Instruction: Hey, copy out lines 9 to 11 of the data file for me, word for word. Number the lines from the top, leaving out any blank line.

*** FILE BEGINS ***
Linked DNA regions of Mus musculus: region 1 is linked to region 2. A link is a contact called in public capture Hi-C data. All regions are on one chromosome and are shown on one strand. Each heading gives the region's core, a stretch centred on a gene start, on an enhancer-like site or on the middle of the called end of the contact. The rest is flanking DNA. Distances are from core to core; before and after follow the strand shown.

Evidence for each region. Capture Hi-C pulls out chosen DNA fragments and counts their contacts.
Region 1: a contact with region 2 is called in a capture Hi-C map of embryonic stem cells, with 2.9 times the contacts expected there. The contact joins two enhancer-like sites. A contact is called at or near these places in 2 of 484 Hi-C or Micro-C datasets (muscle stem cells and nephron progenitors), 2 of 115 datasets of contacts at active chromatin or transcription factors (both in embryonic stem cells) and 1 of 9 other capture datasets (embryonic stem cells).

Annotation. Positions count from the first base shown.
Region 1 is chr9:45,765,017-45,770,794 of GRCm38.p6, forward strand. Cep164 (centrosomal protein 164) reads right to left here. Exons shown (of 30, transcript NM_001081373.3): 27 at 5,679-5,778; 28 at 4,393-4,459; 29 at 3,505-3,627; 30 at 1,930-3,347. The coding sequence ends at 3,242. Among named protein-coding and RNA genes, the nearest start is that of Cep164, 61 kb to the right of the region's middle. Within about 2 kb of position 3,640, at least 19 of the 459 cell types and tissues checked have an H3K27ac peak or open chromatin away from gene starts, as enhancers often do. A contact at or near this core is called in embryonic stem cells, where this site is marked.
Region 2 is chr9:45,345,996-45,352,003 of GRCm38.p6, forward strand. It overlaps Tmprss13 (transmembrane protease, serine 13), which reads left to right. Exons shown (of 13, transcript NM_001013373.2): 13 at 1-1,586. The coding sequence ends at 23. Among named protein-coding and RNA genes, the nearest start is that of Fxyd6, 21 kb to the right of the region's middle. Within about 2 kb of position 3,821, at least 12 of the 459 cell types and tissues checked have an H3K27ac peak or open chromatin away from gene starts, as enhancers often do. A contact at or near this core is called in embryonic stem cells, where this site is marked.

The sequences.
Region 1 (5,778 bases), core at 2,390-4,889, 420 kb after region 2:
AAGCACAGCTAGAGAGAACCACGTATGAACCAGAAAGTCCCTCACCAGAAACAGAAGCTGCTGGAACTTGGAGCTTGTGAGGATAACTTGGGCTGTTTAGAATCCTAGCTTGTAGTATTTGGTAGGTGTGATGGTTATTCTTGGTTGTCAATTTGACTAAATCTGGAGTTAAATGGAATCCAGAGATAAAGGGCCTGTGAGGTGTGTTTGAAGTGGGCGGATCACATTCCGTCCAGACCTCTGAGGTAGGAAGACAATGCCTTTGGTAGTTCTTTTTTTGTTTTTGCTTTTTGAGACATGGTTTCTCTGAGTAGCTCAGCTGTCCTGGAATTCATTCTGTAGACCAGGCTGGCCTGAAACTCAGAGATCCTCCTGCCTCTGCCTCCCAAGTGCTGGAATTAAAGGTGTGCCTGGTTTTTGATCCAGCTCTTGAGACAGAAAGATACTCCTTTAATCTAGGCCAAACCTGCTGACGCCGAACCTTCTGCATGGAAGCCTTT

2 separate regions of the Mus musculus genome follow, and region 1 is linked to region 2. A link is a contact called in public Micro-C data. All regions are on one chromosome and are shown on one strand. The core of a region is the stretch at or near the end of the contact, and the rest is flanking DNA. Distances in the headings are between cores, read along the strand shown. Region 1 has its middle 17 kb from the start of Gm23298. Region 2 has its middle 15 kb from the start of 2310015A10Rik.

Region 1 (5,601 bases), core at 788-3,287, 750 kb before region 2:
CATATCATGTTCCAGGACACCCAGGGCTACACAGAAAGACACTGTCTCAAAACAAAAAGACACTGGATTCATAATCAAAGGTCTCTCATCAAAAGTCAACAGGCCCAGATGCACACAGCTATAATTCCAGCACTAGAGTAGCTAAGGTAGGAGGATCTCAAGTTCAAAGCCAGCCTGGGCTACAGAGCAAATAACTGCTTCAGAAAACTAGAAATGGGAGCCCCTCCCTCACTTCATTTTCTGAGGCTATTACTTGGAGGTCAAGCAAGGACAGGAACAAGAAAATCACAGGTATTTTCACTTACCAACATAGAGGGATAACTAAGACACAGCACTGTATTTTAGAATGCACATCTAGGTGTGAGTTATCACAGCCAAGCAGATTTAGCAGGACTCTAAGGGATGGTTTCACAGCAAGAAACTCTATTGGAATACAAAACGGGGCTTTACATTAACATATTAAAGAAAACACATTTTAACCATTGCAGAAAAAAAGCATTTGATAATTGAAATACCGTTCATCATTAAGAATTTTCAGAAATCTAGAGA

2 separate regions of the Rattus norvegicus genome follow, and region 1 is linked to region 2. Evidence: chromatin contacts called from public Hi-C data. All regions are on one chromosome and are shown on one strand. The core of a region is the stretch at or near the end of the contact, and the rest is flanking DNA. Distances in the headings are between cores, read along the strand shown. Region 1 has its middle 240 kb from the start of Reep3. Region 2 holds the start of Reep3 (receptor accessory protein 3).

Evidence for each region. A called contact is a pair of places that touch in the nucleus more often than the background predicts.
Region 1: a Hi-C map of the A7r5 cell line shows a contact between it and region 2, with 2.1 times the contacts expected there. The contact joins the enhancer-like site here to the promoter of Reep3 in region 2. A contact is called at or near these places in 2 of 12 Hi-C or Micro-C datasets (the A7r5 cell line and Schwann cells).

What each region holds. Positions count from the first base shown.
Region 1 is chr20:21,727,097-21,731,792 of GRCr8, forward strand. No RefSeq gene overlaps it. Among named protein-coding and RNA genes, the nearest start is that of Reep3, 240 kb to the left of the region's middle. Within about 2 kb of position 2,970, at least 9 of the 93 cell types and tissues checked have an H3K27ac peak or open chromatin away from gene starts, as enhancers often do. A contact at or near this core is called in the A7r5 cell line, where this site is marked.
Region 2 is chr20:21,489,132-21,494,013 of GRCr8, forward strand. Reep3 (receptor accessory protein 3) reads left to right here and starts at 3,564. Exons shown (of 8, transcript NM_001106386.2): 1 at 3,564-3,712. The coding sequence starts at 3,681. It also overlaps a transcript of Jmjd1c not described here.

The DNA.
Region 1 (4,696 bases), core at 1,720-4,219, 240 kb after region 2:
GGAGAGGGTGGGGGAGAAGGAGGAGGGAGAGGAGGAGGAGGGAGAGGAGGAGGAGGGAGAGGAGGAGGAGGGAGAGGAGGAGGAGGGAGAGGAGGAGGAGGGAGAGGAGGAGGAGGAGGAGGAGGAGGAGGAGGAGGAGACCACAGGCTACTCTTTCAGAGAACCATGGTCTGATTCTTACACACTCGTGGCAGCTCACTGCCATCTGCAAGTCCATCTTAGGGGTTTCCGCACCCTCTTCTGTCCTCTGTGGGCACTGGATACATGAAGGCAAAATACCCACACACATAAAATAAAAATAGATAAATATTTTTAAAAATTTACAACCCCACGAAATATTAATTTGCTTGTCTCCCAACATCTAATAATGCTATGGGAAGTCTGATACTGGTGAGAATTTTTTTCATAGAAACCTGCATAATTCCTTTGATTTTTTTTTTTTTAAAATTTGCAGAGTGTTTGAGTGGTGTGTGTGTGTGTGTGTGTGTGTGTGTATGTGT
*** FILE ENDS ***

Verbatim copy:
AAGCACAGCTAGAGAGAACCACGTATGAACCAGAAAGTCCCTCACCAGAAACAGAAGCTGCTGGAACTTGGAGCTTGTGAGGATAACTTGGGCTGTTTAGAATCCTAGCTTGTAGTATTTGGTAGGTGTGATGGTTATTCTTGGTTGTCAATTTGACTAAATCTGGAGTTAAATGGAATCCAGAGATAAAGGGCCTGTGAGGTGTGTTTGAAGTGGGCGGATCACATTCCGTCCAGACCTCTGAGGTAGGAAGACAATGCCTTTGGTAGTTCTTTTTTTGTTTTTGCTTTTTGAGACATGGTTTCTCTGAGTAGCTCAGCTGTCCTGGAATTCATTCTGTAGACCAGGCTGGCCTGAAACTCAGAGATCCTCCTGCCTCTGCCTCCCAAGTGCTGGAATTAAAGGTGTGCCTGGTTTTTGATCCAGCTCTTGAGACAGAAAGATACTCCTTTAATCTAGGCCAAACCTGCTGACGCCGAACCTTCTGCATGGAAGCCTTT

2 separate regions of the Mus musculus genome follow, and region 1 is linked to region 2. A link is a contact called in public Micro-C data. All regions are on one chromosome and are shown on one strand. The core of a region is the stretch at or near the end of the contact, and the rest is flanking DNA. Distances in the headings are between cores, read along the strand shown. Region 1 has its middle 17 kb from the start of Gm23298. Region 2 has its middle 15 kb from the start of 2310015A10Rik.

Region 1 (5,601 bases), core at 788-3,287, 750 kb before region 2: